Curses of Blood in The Lord of the Rings Mar08

Curses of Blood in The Lord of the Rings...

Middle-earth is a bloody place. The generational struggles of elves in the First Age, the War of the Ring, and even the adventures of a certain handkerchief-less burglar are all bloody stuff. Blood isn’t just for wetting swords, though; blood tells us something about who we are. But it doesn’t have the final word on who we’ll be. Middle-earth holds two tales that reveal the powerful pull of blood. In the First Age of Middle-earth, the elven prince Fëanor created jewels of unsurpassed beauty called the Silmarils. Fëanor was the greatest of the elves; he was exceedingly beautiful and unsurpassed in skill and understanding—he knew it, too. It was his pride that drove him to swear an irrational oath of vengeance against anyone who withheld the Silmarils from him after Morgoth, the dark enemy of the elves, stole the Silmarils and murdered Fëanor’s father. But the burden of blood tends to outlive its source; Fëanor’s sons nursed their own pride and took up the oath as the mantle of their house, following their father to war: “They swore an oath which none shall break, and none should take, by the name even of Ilúvatar, calling the Everlasting Dark upon them if they kept it not . . . vowing to pursue with vengeance and hatred to the ends of the World Vala, Demon, Elf or Man as yet unborn or any creature, great or small, good or evil, that time should bring forth unto the end of days, whoso should hold or take or keep a Silmaril from their possession.” (The Quenta Silmarillion.) Pride was the weakness in Fëanor’s blood, first exploited by the subtleties of Morgoth and then passed on to Fëanor’s sons. When pride demands its right and blood is spilled, a...

42 Ways to Say “I Love You” in Geek Feb10

42 Ways to Say “I Love You” in Geek...

It’s the time of year for Love Potions, Heart Pieces, and those three magical words. (No, I’m not talking about “Use the Force” or “Beam me up.”) Whether you’re looking for a geeky way to ask your date out to a video game symphony, or planning to print your affections on a Luvdisc-shaped Valentine’s card, here are 42 ways to say “I love you” in Geek. (Why 42? Because it’s the answer to all mysteries in the universe, of course. And love may be the greatest mystery of them all.) 1. If you were a starter Pokémon, I’d choose you. 2. Are you a fairy? Because you fill all my heart containers. 3. All my base are belong to you. 4. I’d travel there and back again for you. 5. You’re my final fantasy. 6. I’d take an arrow to the knee for you. 7. I-it’s not like a l-like you or a-anything… b-baka—! 8. Be my Beka/Faye/Vincent Valentine. 9. Ruby is red, Neptune is blue, hope I get put on the same team as you. 10. You’re the hero Gotham deserves, and the one I need right now. 11. When I looked in the Mirror of Erised, I saw you. 12. You’re my precious. 13. SoH Dughajbe’bogh jaj rur Hov ghajbe’bogh ram. 14. Hello, Sweetie. 15. You are the center of my mind palace. 16. I know. 17. I’d volunteer as your tribute. 18. You were expecting Dio, but it was me—your Valentine! 19. Without you, who else will I have ice cream with? 20. With you, my life is 20% cooler. 21. *Wookie sounds* 22. You’re my player 2. 23. You fill me with determination. 24. Like a Headcrab, you’re always on my mind. 25. You’re the arc reactor to my heart....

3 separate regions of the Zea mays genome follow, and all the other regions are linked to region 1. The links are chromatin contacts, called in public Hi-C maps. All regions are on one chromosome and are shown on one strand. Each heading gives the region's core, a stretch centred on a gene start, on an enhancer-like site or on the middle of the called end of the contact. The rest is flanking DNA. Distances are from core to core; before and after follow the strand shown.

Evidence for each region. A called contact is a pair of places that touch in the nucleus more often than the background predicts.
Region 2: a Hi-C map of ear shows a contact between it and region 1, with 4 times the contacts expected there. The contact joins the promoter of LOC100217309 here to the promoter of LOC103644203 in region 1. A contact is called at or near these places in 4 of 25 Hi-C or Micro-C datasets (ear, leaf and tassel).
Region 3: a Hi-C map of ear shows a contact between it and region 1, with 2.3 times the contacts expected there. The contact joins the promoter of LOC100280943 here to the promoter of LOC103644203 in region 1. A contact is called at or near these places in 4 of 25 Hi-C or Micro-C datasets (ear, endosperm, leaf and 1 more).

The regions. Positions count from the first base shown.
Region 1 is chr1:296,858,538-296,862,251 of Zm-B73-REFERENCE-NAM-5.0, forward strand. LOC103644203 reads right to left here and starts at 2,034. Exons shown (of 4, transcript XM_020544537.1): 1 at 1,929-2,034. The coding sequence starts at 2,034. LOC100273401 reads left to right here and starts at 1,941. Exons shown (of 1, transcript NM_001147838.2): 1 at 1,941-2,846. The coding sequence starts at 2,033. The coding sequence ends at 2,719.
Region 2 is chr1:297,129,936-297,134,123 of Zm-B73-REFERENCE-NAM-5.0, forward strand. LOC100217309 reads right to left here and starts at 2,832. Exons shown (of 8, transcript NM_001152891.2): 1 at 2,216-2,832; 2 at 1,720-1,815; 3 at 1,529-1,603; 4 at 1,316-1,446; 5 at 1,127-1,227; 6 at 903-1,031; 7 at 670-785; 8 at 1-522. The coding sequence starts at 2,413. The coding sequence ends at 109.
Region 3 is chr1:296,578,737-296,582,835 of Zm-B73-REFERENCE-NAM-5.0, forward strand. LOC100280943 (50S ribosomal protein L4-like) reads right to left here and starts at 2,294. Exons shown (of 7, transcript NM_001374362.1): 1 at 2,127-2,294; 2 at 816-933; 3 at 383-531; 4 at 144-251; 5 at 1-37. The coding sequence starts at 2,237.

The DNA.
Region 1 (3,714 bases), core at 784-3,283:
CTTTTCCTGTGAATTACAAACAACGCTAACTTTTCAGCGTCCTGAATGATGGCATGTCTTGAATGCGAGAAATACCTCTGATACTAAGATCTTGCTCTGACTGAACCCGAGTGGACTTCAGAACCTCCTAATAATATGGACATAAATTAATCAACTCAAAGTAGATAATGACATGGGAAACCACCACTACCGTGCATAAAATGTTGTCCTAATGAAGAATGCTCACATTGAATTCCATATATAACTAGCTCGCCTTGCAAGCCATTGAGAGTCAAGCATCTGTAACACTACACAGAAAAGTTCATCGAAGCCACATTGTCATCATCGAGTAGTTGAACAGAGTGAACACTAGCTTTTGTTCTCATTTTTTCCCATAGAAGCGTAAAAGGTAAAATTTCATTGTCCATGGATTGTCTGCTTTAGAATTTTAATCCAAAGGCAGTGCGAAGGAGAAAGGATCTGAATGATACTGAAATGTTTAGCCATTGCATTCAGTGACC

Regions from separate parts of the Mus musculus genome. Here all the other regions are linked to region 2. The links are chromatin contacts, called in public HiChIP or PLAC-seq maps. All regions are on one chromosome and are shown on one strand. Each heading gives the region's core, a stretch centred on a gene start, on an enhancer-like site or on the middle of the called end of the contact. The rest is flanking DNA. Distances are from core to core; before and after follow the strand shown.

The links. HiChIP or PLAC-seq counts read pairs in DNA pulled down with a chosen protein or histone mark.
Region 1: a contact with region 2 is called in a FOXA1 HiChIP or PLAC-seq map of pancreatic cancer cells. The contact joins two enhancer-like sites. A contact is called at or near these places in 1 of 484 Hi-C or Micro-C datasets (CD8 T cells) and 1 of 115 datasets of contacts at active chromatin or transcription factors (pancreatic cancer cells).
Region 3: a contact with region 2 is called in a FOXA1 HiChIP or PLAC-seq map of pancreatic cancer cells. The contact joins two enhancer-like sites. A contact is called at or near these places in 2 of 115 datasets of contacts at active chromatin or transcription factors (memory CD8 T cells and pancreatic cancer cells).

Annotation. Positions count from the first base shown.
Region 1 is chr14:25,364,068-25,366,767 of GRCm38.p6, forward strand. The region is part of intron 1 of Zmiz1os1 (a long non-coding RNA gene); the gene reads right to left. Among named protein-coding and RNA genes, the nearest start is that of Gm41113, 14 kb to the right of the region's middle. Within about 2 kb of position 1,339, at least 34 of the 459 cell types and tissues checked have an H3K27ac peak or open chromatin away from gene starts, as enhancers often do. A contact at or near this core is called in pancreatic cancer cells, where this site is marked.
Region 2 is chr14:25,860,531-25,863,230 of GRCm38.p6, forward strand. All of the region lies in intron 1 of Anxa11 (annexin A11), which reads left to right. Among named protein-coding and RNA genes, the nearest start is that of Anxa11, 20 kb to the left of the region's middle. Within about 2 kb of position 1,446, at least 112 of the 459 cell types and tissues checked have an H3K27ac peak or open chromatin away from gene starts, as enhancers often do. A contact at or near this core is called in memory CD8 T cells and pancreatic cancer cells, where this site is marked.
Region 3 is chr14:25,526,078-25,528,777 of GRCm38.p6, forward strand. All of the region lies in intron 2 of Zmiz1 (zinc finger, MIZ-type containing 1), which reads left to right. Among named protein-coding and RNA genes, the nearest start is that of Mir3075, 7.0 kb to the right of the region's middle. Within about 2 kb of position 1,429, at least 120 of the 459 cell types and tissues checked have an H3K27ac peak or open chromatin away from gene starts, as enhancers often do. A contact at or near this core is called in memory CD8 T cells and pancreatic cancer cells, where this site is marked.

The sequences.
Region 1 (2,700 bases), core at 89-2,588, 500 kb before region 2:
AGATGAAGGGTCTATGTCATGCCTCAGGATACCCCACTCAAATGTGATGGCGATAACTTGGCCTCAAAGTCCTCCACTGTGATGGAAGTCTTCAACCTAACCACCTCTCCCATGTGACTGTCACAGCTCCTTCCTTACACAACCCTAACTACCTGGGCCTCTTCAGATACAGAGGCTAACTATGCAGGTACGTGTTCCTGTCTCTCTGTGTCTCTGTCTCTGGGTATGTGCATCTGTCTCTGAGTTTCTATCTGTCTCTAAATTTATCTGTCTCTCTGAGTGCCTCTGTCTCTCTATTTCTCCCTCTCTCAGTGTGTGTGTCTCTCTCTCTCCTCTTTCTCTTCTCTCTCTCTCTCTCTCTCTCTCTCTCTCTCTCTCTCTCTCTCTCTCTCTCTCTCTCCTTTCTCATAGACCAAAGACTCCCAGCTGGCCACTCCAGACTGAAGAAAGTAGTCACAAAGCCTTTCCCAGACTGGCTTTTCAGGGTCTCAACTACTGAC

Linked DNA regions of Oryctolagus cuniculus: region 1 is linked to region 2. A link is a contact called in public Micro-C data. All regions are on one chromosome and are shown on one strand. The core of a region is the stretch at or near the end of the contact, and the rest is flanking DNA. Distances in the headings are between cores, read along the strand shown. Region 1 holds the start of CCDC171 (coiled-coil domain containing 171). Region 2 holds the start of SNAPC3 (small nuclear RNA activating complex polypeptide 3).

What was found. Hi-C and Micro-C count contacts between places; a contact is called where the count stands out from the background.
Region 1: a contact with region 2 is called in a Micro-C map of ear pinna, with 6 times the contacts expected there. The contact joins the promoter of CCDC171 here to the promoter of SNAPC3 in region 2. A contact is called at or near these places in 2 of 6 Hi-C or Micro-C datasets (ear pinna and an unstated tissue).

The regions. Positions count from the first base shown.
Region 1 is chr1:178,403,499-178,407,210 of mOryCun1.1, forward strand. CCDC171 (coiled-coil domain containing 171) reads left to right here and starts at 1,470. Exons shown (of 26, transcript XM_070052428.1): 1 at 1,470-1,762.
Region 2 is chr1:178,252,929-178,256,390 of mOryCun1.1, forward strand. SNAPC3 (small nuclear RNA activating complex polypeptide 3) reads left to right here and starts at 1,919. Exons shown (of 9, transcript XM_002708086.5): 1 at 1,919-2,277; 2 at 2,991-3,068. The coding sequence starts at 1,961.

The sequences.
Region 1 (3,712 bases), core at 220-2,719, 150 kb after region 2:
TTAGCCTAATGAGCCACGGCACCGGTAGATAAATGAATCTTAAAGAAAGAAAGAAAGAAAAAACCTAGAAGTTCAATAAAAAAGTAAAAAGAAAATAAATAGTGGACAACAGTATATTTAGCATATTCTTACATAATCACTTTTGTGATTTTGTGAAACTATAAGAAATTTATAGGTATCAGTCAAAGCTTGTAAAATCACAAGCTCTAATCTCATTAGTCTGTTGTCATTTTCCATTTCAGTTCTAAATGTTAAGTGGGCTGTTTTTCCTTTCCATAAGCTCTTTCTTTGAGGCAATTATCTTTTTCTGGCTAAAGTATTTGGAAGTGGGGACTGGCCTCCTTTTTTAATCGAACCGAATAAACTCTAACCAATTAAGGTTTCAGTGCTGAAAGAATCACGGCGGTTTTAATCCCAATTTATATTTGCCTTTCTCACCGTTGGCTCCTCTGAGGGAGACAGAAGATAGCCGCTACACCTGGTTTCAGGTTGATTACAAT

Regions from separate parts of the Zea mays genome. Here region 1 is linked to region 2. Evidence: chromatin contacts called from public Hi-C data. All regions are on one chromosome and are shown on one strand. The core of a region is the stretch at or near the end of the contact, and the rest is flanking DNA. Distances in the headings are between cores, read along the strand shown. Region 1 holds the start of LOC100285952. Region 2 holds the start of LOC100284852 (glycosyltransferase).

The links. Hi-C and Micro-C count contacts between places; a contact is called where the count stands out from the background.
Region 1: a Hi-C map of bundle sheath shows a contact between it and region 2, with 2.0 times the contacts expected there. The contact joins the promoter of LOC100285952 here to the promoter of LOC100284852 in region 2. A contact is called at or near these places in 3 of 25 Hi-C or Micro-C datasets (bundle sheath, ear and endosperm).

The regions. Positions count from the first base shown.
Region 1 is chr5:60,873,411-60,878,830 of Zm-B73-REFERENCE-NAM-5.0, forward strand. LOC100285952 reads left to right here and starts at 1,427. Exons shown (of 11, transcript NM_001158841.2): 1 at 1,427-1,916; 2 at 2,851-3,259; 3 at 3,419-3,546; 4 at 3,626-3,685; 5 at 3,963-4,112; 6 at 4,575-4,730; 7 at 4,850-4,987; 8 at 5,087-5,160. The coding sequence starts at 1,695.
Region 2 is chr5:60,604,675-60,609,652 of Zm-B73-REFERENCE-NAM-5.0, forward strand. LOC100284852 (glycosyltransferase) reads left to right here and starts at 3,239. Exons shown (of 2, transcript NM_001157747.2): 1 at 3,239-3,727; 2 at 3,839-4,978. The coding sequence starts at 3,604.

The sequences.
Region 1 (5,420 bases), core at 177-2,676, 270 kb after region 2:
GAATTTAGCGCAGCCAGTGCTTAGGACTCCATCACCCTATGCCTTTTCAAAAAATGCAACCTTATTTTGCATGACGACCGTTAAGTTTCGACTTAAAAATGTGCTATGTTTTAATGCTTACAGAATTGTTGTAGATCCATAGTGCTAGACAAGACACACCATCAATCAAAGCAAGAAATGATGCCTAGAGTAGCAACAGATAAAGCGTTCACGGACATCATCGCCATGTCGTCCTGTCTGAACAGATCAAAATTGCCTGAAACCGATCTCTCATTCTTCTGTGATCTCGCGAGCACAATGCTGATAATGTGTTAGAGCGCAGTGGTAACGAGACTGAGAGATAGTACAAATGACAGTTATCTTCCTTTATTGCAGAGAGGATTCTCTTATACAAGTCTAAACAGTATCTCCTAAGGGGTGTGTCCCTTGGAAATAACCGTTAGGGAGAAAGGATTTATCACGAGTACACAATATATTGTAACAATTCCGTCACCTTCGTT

Questing for Deus Ex Machina Jan30

Questing for Deus Ex Machina...

Deus ex machina, literally translates from Latin as God from the machine, is used to describe a magical or technological intervention of the Divine that saves the day, generally in an implausible way. In the plays of the Greeks, deus ex machina was actually a machine (often a crane) that lowered a saviour into the midst of trouble to rescue the hero. One could, for example, describe the many appearances of the giant eagles in The Lord of the Rings as deus ex machina because it is a contrivance which conveniently rescues hapless heroes from fates like lava, fire, or tall towers. In addition, the well-written, but implausibly “magical” endings to most of the Harry Potter books make J.K. Rowling a master of deus ex machina. It has been postulated that the appearance of a phoenix with healing tears carrying a magical sword hidden in a hat is the best example of a deus ex machina in the Harry Potter universe. How do I find hope despite all the chaos that comes with the machines crumbling around me? While we can scoff endlessly at these contrivances in ancient literature and as they pervade current popular culture, it is impossible to live in the real world without wanting, even questing after deus ex machina moments. If we are honest with ourselves, sometimes we are desperate for these events to happen. We come to the end of our money and we yearn for someone to rescue us from financial ruin by being lowered from the rigging above. Our son, our daughter, friend, or lover lays in the hospital, dying from accident or disease. And we weep at the end of the bed, desperate for an encounter with the “god from the machine.” Every so often, we...